So I am writing this synopsis all amped from watching tonight's episode of Six Feet Under. I figure good writing should inspire me, might as well be productive. Kind of like how looking at good art gives me ideas about my own work.
Anyway, so this synopsis will hopefully solidify my thoughts and get my ass in gear. I am all psyched to hand my advisor a copy at the orientation breakfast. And next week is chock full o' running around with my sister, to her baby's doctor's appointment (oh no, shots!) and to get her wisdom teeth pulled. So I want to get chugging along, because it's much easier to keep going than to get started. So about Lisa Yuskavage.
Lisa Yuskavage is a painter. She's in her early forties, born in Philadelphia and raised in scenic Juniata Park. She's a Catholic School girl, like myself. Also, In her extended family she has an aunt who is a nun. This is often mentioned in biographies of hers, because the subject matter she paints is so stunningly not religious (I don't get this, but hey, I write about porn with my background). She also went to Tyler, which is where I go now. Cool stuff.
My thesis will be broken down into three chapters. The first two will speak about the ways in which her paintings are criticized. She often receives acclaim for her paint handling and techiques that she uses in making her painting. Formal qualities of her work are often paralleled with old masters, and her use of plaster maquettes especially is aligned with Tintoretto and Michelanglo. So oftentimes writers gush about color, lush brushwork and other visual qualities of her work.
The second chapter represents the catch to her work. Her paintings are traditional in their subject matter, to a point. She paints the female nude or semi-dressed. So have thousands of other painters for thousands of years. But her babes are not model-thin, or in many cases even realistic. They are painted from memory or imagination, and often their sexuality is pronounced to say the least. She takes cues from Penthouse magazines from the 1970's, from which she remembers learning about sexuality in the first place. This section has the potential to be huge. I can bring in other artists who work in this vein. Vargas girls, Mel Ramos, John Currin, Vanessa Beecroft, etc etc. But what makes Yuskavage's work so interesting is the tenuous relationship they have to feminism. She is a woman, after all. But her work is not a clear criticism of pornography, nor does is necessarily embrace it. Second and third wave feminism, oh my! So as you can see, this section is the biggest, and it's the most rich with possibility. It helps that last semester I got the chance to see Lisa speak at ICA and she addressed her strange relationship to the f-word. She said, when asked if she was a feminist, "Well, what's the opposite? I mean, it's not as easy as saying, well, I'm not a misogynist, so I must be feminist." Yeah, paradox, gotta love it.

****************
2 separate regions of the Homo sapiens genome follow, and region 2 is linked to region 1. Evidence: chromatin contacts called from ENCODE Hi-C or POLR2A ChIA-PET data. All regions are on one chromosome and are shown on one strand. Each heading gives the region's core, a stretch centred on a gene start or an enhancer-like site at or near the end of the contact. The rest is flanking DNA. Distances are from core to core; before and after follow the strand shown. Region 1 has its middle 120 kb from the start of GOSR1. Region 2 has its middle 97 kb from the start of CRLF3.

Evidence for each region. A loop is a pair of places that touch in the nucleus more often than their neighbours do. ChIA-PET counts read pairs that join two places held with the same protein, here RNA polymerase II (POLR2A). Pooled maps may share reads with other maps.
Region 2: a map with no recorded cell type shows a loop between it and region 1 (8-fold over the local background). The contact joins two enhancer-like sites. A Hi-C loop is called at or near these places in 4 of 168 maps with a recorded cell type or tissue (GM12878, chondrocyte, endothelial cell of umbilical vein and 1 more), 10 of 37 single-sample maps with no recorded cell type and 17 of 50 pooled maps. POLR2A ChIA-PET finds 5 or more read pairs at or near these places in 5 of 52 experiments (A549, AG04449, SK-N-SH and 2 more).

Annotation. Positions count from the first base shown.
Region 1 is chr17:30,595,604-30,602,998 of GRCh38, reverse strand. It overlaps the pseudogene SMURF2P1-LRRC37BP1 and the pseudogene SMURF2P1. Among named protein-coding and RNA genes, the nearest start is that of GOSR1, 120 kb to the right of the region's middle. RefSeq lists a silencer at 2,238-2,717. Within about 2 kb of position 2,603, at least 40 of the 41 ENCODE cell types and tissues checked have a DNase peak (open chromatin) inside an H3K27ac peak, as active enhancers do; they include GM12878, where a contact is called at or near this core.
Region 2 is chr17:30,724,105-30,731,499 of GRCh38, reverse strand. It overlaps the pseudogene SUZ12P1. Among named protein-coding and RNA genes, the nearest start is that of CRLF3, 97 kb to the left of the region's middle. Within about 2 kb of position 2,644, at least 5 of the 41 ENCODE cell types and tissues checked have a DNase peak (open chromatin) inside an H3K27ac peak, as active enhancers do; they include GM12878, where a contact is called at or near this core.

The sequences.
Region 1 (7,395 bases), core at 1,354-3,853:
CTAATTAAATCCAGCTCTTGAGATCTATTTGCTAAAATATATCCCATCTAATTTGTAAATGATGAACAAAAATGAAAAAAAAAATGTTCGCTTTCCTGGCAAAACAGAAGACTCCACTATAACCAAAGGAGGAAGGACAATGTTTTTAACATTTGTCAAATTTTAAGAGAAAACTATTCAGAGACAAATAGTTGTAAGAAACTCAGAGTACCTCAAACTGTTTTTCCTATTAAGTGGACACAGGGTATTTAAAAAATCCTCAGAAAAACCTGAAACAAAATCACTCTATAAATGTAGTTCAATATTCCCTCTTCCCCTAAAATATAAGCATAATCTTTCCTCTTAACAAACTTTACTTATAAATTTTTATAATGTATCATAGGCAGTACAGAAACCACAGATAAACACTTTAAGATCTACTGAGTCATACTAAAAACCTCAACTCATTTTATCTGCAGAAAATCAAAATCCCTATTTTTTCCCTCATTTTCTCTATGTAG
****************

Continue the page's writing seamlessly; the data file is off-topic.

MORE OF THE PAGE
The last section will deal with one of her most talked-about bodies of work. The Penthouse pictures are right for this because they have a naughty subject matter, and they are copied from magazines (with just enough artistic tweaking to be acceptable). See Day and Night. So we have dubious subject matter and questionable technique.
I guess what makes this project persuable is that though she has been written about a good deal for such a young painter, I don't feel anyone has quite gotten it. I feel like she is purposely mixing high and low, and that she is deliberately contradictory. It seems to me that there is an attempt from both factions of each aspect of her work that are trying to claim her for their own.